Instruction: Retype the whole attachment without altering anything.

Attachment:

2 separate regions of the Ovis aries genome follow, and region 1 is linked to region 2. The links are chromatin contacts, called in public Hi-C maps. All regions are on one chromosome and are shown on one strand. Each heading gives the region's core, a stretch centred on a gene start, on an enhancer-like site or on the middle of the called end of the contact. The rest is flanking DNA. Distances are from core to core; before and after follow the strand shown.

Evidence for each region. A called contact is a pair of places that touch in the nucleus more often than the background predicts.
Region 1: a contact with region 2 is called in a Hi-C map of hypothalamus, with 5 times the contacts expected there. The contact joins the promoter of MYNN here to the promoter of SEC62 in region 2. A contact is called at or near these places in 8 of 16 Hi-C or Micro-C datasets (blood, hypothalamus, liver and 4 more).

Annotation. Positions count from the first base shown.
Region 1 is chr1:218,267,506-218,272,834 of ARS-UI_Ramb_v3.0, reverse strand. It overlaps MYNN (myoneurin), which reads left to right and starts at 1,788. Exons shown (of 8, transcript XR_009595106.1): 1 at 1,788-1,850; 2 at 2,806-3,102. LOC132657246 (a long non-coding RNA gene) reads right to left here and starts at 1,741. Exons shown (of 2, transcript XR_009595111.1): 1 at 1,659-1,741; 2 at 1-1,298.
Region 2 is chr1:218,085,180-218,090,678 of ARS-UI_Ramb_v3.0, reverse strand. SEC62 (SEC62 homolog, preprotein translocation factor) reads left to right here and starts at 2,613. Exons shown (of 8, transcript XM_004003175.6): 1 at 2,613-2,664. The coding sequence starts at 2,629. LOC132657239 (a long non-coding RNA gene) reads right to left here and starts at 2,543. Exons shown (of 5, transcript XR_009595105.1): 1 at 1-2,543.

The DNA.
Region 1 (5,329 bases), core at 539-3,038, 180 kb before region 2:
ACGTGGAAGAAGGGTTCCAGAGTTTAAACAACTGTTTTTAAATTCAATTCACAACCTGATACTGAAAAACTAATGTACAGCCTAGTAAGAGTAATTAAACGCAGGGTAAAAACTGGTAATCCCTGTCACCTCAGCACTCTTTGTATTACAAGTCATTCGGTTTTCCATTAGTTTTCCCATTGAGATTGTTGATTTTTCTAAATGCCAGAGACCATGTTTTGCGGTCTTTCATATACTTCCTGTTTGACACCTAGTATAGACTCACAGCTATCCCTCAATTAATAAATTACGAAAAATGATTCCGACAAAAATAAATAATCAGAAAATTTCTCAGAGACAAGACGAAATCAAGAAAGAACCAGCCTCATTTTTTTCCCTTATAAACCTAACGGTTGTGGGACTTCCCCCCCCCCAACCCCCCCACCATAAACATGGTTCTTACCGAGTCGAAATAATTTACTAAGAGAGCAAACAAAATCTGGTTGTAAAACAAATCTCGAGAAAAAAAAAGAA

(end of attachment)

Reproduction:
2 separate regions of the Ovis aries genome follow, and region 1 is linked to region 2. The links are chromatin contacts, called in public Hi-C maps. All regions are on one chromosome and are shown on one strand. Each heading gives the region's core, a stretch centred on a gene start, on an enhancer-like site or on the middle of the called end of the contact. The rest is flanking DNA. Distances are from core to core; before and after follow the strand shown.

Evidence for each region. A called contact is a pair of places that touch in the nucleus more often than the background predicts.
Region 1: a contact with region 2 is called in a Hi-C map of hypothalamus, with 5 times the contacts expected there. The contact joins the promoter of MYNN here to the promoter of SEC62 in region 2. A contact is called at or near these places in 8 of 16 Hi-C or Micro-C datasets (blood, hypothalamus, liver and 4 more).

Annotation. Positions count from the first base shown.
Region 1 is chr1:218,267,506-218,272,834 of ARS-UI_Ramb_v3.0, reverse strand. It overlaps MYNN (myoneurin), which reads left to right and starts at 1,788. Exons shown (of 8, transcript XR_009595106.1): 1 at 1,788-1,850; 2 at 2,806-3,102. LOC132657246 (a long non-coding RNA gene) reads right to left here and starts at 1,741. Exons shown (of 2, transcript XR_009595111.1): 1 at 1,659-1,741; 2 at 1-1,298.
Region 2 is chr1:218,085,180-218,090,678 of ARS-UI_Ramb_v3.0, reverse strand. SEC62 (SEC62 homolog, preprotein translocation factor) reads left to right here and starts at 2,613. Exons shown (of 8, transcript XM_004003175.6): 1 at 2,613-2,664. The coding sequence starts at 2,629. LOC132657239 (a long non-coding RNA gene) reads right to left here and starts at 2,543. Exons shown (of 5, transcript XR_009595105.1): 1 at 1-2,543.

The DNA.
Region 1 (5,329 bases), core at 539-3,038, 180 kb before region 2:
ACGTGGAAGAAGGGTTCCAGAGTTTAAACAACTGTTTTTAAATTCAATTCACAACCTGATACTGAAAAACTAATGTACAGCCTAGTAAGAGTAATTAAACGCAGGGTAAAAACTGGTAATCCCTGTCACCTCAGCACTCTTTGTATTACAAGTCATTCGGTTTTCCATTAGTTTTCCCATTGAGATTGTTGATTTTTCTAAATGCCAGAGACCATGTTTTGCGGTCTTTCATATACTTCCTGTTTGACACCTAGTATAGACTCACAGCTATCCCTCAATTAATAAATTACGAAAAATGATTCCGACAAAAATAAATAATCAGAAAATTTCTCAGAGACAAGACGAAATCAAGAAAGAACCAGCCTCATTTTTTTCCCTTATAAACCTAACGGTTGTGGGACTTCCCCCCCCCCAACCCCCCCACCATAAACATGGTTCTTACCGAGTCGAAATAATTTACTAAGAGAGCAAACAAAATCTGGTTGTAAAACAAATCTCGAGAAAAAAAAAGAA